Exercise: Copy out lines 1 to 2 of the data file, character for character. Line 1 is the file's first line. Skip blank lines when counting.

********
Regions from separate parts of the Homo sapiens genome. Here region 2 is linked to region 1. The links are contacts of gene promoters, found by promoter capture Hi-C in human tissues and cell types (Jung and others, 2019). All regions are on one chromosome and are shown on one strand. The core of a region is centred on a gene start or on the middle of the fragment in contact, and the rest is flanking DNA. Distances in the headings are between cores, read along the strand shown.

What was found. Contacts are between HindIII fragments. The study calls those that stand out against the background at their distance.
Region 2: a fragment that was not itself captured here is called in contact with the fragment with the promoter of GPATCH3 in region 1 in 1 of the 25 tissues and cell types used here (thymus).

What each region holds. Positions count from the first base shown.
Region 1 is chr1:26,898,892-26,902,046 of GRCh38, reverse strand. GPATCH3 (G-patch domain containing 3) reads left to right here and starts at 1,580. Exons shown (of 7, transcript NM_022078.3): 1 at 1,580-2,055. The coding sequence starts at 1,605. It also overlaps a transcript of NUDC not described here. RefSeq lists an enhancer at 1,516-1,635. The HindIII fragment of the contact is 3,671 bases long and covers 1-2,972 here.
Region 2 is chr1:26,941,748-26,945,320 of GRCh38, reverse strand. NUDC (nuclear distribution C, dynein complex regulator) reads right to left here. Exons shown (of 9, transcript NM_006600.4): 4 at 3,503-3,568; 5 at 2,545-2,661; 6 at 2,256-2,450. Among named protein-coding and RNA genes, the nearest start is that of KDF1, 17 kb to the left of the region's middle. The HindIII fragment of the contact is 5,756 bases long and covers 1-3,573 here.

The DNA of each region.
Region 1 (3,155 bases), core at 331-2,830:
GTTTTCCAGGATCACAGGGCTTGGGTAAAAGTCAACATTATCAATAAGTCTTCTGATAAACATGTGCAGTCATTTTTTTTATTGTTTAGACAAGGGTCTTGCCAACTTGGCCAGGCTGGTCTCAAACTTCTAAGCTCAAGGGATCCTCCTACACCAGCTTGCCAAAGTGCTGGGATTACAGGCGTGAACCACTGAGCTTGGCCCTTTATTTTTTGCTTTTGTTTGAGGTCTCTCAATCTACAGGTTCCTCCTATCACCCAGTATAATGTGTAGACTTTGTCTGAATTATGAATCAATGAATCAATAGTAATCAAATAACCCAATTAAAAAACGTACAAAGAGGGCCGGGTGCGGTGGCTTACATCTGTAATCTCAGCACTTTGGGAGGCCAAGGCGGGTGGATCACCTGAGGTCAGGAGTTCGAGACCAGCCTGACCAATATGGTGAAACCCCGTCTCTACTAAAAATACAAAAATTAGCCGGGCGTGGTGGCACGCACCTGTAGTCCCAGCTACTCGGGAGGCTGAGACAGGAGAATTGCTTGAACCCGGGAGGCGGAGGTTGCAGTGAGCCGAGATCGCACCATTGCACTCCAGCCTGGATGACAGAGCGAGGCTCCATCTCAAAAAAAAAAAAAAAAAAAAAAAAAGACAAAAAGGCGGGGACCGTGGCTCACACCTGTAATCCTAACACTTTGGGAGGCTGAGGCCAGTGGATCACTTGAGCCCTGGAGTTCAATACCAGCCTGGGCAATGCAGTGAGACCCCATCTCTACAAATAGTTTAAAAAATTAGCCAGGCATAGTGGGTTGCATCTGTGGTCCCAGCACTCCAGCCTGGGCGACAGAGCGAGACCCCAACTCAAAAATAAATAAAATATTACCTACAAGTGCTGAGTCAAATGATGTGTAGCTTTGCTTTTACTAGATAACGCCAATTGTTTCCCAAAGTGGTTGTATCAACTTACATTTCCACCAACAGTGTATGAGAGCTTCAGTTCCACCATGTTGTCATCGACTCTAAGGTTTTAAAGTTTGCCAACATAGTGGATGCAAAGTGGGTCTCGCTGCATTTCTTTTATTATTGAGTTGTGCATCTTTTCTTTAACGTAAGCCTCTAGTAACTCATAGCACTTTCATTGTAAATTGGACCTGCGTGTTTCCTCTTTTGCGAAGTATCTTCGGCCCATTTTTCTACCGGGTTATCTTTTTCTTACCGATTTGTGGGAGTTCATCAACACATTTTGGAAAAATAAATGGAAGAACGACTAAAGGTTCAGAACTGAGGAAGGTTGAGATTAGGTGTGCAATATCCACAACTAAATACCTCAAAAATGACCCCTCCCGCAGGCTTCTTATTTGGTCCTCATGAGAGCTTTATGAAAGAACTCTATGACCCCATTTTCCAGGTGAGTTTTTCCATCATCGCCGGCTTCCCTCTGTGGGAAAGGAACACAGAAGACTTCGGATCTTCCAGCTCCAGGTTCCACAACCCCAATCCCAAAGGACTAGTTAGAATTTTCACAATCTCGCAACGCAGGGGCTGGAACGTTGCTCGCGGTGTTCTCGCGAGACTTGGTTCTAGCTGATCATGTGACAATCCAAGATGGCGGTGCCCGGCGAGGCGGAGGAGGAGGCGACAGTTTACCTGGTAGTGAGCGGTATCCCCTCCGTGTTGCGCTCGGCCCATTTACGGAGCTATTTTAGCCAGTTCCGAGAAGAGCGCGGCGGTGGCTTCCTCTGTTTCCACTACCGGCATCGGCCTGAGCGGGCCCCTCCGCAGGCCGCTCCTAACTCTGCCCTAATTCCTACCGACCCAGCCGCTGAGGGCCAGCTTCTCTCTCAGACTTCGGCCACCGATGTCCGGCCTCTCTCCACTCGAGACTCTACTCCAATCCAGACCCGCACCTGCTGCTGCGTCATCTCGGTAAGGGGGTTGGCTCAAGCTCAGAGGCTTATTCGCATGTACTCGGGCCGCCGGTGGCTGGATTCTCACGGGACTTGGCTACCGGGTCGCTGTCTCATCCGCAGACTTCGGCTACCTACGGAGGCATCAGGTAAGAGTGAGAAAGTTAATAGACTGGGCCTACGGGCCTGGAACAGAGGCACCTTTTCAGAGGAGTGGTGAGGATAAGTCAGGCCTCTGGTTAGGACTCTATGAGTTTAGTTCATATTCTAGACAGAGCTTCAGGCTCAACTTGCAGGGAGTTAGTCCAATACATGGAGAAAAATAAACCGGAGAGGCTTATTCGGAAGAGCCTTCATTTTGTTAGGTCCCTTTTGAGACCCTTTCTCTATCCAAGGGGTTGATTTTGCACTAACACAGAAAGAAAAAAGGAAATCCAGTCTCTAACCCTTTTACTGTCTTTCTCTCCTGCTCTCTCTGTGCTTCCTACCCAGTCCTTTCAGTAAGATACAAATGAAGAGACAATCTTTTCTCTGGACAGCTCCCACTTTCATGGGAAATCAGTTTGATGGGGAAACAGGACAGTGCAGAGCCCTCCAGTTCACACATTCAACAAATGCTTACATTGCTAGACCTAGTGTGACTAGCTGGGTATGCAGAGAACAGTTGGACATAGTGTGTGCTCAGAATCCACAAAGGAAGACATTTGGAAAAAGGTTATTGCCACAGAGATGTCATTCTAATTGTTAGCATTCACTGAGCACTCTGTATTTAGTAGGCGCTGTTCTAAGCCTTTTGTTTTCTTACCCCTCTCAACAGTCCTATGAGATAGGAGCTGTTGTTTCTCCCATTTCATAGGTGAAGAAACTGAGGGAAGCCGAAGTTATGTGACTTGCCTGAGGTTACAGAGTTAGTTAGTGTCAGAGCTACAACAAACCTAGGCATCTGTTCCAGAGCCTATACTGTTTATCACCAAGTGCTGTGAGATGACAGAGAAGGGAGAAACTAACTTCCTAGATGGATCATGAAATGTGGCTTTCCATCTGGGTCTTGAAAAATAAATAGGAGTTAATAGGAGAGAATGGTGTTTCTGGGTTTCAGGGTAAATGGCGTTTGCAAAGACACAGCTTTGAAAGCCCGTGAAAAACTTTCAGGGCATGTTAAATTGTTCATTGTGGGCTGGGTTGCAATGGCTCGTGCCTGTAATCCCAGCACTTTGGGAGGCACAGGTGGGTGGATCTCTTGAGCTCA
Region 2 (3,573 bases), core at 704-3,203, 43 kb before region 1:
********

Regions from separate parts of the Homo sapiens genome. Here region 2 is linked to region 1. The links are contacts of gene promoters, found by promoter capture Hi-C in human tissues and cell types (Jung and others, 2019). All regions are on one chromosome and are shown on one strand. The core of a region is centred on a gene start or on the middle of the fragment in contact, and the rest is flanking DNA. Distances in the headings are between cores, read along the strand shown.

What was found. Contacts are between HindIII fragments. The study calls those that stand out against the background at their distance.